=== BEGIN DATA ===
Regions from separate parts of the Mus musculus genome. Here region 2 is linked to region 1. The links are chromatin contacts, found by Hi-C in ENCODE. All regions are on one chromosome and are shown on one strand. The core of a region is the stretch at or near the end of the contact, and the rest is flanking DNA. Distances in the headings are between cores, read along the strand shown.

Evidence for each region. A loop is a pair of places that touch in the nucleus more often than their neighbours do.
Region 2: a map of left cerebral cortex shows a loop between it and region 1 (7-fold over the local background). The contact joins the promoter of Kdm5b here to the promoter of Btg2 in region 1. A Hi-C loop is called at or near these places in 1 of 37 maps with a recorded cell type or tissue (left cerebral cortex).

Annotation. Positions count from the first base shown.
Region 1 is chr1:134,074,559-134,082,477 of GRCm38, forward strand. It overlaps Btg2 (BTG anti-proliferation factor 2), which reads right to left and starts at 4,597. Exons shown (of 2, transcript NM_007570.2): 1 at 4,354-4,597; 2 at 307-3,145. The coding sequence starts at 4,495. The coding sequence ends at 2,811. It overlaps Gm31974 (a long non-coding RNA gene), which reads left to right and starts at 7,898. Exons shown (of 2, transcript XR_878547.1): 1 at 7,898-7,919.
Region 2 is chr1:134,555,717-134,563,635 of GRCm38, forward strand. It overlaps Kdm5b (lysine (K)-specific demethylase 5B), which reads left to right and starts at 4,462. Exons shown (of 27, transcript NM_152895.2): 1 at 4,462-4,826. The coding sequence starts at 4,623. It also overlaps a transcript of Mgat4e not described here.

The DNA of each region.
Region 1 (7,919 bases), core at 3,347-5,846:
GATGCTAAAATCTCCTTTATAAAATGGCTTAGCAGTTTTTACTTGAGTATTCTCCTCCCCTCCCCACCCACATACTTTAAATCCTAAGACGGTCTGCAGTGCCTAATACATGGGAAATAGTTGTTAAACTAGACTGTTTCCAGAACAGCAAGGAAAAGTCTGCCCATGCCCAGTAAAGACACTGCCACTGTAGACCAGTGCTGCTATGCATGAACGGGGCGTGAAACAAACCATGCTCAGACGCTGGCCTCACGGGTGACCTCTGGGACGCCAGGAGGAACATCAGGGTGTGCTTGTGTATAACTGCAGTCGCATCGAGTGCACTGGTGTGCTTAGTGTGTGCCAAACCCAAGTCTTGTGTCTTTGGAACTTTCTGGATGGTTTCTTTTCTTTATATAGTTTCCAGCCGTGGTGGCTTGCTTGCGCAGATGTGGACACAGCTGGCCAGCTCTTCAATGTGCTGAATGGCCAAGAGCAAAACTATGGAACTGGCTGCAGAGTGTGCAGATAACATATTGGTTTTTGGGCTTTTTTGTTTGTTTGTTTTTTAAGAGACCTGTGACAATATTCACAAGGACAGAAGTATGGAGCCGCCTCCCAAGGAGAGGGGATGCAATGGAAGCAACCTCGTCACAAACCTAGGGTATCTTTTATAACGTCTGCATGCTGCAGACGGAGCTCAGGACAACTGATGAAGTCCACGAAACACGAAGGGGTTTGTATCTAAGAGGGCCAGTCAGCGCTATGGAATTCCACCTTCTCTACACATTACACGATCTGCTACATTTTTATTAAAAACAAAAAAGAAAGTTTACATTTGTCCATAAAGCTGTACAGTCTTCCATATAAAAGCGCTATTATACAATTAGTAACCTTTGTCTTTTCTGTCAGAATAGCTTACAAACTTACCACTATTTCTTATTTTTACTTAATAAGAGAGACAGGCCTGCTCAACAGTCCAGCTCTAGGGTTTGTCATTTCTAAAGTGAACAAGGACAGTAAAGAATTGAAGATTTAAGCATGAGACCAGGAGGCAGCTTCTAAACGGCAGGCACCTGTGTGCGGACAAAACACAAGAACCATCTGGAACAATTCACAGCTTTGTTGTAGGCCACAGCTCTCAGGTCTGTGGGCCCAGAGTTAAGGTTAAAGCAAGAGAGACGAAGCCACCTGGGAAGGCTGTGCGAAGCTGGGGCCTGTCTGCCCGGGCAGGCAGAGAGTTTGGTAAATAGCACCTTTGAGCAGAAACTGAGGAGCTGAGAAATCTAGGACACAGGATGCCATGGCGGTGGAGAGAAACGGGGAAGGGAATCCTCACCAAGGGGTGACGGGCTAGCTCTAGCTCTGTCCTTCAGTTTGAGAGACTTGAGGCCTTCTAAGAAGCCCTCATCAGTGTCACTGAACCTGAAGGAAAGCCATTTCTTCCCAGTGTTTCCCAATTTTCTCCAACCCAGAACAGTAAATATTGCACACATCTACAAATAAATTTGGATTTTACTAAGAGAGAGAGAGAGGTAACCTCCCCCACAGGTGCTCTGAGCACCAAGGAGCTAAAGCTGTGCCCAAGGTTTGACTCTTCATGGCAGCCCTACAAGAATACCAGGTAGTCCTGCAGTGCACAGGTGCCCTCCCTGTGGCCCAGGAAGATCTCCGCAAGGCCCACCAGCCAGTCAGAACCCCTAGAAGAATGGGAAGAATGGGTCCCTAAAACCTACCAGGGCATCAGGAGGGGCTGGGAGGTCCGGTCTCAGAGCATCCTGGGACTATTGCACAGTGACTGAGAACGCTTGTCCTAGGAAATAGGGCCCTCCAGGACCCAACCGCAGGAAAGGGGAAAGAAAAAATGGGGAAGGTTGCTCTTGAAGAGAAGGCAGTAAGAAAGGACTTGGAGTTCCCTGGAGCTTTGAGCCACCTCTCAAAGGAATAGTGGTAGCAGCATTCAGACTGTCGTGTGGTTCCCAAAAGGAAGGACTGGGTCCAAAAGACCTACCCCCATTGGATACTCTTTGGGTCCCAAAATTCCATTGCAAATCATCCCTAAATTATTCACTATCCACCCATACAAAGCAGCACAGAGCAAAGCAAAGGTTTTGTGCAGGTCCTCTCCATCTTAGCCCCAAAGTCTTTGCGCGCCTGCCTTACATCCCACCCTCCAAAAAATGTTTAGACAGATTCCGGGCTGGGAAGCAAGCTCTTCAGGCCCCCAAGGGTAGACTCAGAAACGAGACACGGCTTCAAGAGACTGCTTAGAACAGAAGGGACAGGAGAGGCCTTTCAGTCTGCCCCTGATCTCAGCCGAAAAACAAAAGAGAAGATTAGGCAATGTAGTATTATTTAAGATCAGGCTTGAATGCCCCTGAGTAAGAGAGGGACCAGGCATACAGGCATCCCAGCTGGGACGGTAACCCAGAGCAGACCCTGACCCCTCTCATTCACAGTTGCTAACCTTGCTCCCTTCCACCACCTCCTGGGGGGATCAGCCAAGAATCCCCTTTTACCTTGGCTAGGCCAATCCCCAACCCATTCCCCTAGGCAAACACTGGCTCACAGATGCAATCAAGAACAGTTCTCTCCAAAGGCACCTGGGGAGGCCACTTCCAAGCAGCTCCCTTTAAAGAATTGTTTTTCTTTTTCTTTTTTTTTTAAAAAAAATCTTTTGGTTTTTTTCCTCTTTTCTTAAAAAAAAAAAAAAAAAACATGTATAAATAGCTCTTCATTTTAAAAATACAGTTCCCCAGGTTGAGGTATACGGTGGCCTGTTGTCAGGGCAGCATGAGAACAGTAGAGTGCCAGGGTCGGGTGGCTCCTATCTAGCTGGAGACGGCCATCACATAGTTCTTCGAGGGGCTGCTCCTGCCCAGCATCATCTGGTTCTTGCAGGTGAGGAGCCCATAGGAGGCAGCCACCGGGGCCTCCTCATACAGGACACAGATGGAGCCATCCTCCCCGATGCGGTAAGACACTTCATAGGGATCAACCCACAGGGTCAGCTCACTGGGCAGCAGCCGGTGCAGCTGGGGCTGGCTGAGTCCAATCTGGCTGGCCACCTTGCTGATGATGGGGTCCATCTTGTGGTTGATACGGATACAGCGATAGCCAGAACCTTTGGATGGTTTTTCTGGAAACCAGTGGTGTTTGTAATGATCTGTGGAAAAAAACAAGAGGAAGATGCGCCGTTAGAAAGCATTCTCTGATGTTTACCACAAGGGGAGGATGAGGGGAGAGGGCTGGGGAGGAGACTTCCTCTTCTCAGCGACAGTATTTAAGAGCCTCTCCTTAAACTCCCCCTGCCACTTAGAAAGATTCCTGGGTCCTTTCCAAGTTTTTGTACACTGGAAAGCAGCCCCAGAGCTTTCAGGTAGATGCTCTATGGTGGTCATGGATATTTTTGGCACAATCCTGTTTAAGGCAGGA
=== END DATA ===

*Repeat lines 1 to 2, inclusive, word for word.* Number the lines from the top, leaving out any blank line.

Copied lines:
Regions from separate parts of the Mus musculus genome. Here region 2 is linked to region 1. The links are chromatin contacts, found by Hi-C in ENCODE. All regions are on one chromosome and are shown on one strand. The core of a region is the stretch at or near the end of the contact, and the rest is flanking DNA. Distances in the headings are between cores, read along the strand shown.

Evidence for each region. A loop is a pair of places that touch in the nucleus more often than their neighbours do.